(CNS): More than seven years after the Cayman Islands Constitution was implemented and three years after the Bill of Rights came into effect, the Constitutional Commission has revealed plans for an audio version for the visually impaired. The commission said the project was in “the preliminary stages” and said they hoped to have it completed “in the near future”. In a press release Friday, the commission pointed to the 2010 census, which recorded almost 3,000 people with sight problems in Cayman that have not had access to this “fundamental document of civic engagement”.
The project, which is to be completed in partnership with the Human Rights Commission, will take the Constitution, currently only available in written English, and make it available in audio format similar to a digital audiobook that can be accessed for free.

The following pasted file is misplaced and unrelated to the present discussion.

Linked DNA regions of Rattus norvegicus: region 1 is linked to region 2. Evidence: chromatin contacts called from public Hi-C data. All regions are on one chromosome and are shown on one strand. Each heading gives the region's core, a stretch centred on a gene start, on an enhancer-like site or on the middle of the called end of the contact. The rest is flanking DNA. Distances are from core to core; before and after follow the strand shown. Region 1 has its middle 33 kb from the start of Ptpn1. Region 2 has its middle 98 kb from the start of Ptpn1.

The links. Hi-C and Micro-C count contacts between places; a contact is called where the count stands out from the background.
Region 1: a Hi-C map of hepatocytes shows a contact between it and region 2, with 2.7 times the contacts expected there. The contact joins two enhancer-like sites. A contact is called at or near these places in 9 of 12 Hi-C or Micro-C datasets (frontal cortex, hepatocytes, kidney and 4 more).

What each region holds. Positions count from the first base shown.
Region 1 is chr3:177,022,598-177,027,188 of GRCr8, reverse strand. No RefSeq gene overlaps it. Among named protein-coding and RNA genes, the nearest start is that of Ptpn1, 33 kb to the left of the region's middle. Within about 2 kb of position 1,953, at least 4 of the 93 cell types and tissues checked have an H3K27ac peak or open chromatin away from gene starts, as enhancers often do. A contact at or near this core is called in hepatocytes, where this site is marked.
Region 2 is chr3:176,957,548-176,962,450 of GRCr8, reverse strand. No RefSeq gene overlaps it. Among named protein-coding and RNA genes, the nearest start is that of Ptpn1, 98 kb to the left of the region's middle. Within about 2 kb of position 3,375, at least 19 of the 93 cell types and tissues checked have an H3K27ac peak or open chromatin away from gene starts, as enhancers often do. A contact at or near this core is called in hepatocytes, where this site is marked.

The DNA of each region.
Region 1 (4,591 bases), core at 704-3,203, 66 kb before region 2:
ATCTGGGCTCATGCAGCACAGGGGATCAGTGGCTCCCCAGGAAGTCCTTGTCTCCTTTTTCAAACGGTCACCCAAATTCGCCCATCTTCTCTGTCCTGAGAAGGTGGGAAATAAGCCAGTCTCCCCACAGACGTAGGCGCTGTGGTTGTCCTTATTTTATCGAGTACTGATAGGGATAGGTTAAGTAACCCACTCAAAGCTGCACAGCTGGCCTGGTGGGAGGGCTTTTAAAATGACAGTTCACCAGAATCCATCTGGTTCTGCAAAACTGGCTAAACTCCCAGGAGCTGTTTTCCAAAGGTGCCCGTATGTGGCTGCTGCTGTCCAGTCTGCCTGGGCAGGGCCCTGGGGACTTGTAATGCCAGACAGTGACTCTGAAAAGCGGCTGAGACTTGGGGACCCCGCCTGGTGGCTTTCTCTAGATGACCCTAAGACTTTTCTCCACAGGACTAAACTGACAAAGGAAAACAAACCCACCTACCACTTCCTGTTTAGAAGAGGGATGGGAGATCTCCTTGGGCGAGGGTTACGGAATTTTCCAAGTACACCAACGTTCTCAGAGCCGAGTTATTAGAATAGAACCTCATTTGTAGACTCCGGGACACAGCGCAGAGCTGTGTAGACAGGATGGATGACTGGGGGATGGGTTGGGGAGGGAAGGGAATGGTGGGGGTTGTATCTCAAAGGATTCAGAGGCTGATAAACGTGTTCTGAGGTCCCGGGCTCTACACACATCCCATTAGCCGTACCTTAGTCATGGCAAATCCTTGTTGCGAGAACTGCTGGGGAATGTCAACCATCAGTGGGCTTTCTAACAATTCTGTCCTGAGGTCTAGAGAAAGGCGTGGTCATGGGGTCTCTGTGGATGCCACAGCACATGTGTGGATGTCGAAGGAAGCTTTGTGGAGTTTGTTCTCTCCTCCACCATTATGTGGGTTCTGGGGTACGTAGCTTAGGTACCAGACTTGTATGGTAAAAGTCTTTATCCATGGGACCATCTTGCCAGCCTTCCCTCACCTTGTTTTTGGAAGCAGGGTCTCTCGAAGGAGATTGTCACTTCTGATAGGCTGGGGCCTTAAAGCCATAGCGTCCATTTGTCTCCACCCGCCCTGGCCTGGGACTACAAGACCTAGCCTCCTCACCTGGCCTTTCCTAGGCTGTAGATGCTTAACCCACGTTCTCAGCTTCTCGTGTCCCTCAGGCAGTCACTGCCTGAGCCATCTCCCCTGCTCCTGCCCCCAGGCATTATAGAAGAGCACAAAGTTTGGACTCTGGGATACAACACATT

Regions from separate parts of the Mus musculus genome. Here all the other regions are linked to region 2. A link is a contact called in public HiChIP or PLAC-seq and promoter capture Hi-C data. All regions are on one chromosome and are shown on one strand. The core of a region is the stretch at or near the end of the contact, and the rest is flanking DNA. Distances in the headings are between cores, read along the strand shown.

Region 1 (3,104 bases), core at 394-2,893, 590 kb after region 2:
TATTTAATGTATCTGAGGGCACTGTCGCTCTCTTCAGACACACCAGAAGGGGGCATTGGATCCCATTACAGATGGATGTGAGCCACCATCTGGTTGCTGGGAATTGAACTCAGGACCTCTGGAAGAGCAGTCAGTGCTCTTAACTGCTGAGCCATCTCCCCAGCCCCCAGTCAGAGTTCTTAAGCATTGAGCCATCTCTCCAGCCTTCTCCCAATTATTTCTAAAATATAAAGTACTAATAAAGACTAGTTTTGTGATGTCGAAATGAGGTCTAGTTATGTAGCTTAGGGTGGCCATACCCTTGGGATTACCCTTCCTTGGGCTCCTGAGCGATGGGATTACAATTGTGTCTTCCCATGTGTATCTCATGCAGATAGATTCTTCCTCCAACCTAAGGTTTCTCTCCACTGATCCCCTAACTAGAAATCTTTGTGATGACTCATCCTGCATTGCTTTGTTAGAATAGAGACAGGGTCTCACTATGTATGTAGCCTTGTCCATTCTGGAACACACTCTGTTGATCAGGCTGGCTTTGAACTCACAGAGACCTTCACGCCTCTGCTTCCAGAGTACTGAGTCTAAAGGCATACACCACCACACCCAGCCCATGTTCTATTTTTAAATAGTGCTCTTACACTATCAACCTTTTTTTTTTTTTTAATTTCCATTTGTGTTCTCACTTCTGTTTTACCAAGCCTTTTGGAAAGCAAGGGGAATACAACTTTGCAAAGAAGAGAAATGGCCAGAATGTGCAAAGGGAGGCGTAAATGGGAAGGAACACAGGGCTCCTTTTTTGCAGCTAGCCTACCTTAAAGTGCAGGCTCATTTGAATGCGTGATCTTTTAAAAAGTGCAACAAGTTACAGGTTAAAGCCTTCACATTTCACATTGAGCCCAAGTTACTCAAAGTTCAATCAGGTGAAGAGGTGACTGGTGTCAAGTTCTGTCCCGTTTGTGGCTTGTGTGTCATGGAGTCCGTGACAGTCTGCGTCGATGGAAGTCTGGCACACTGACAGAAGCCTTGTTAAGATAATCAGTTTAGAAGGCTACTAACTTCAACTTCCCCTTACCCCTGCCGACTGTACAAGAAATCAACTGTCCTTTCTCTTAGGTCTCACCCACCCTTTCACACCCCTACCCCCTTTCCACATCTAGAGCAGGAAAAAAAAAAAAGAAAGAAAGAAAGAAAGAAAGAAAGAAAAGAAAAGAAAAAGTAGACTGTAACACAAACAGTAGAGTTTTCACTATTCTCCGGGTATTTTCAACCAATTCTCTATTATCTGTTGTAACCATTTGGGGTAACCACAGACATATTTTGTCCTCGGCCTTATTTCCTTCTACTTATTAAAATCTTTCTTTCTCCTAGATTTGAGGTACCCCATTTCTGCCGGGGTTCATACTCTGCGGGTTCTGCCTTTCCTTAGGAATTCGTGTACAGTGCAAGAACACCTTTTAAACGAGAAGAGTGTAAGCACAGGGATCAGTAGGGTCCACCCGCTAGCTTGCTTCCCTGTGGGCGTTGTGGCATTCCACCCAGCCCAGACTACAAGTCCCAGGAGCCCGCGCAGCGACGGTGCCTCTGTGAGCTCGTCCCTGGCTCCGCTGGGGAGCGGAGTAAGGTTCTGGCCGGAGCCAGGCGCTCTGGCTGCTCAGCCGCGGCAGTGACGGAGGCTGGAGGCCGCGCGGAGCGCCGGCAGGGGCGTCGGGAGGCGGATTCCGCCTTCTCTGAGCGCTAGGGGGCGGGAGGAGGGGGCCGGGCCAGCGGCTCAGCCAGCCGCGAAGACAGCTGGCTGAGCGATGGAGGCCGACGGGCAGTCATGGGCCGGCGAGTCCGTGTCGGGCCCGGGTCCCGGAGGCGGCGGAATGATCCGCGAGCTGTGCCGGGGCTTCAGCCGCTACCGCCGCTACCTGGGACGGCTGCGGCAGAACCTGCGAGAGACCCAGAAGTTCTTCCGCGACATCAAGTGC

“The idea for the audio constitution came about because a member of the public who has a visual impairment inquired with Commissions Secretariat as to how they could access a version of the Constitution,” said Constitutional Commission Chair Vaughan Carter. “With a primary element of the commission’s mandate being ‘to promote understanding and awareness of [the] Constitution and its values’, we were inspired to address this deficit in a meaningful way so that persons with visual impairments can properly engage with the Constitution,” he said.
According to a release from the commission, he 2010 Census recorded that over 5% of the total Cayman Islands population, some 2,993 people, reported known sight disabilities and it is anticipated that all such persons, including persons with congenital visual impairments as well as acquired impairments and groups such as the elderly who are particularly susceptible to visual deterioration, will benefit from this project.
For more information about the Constitutional Commission go to www.knowyourconstitution.ky or call 244-3685.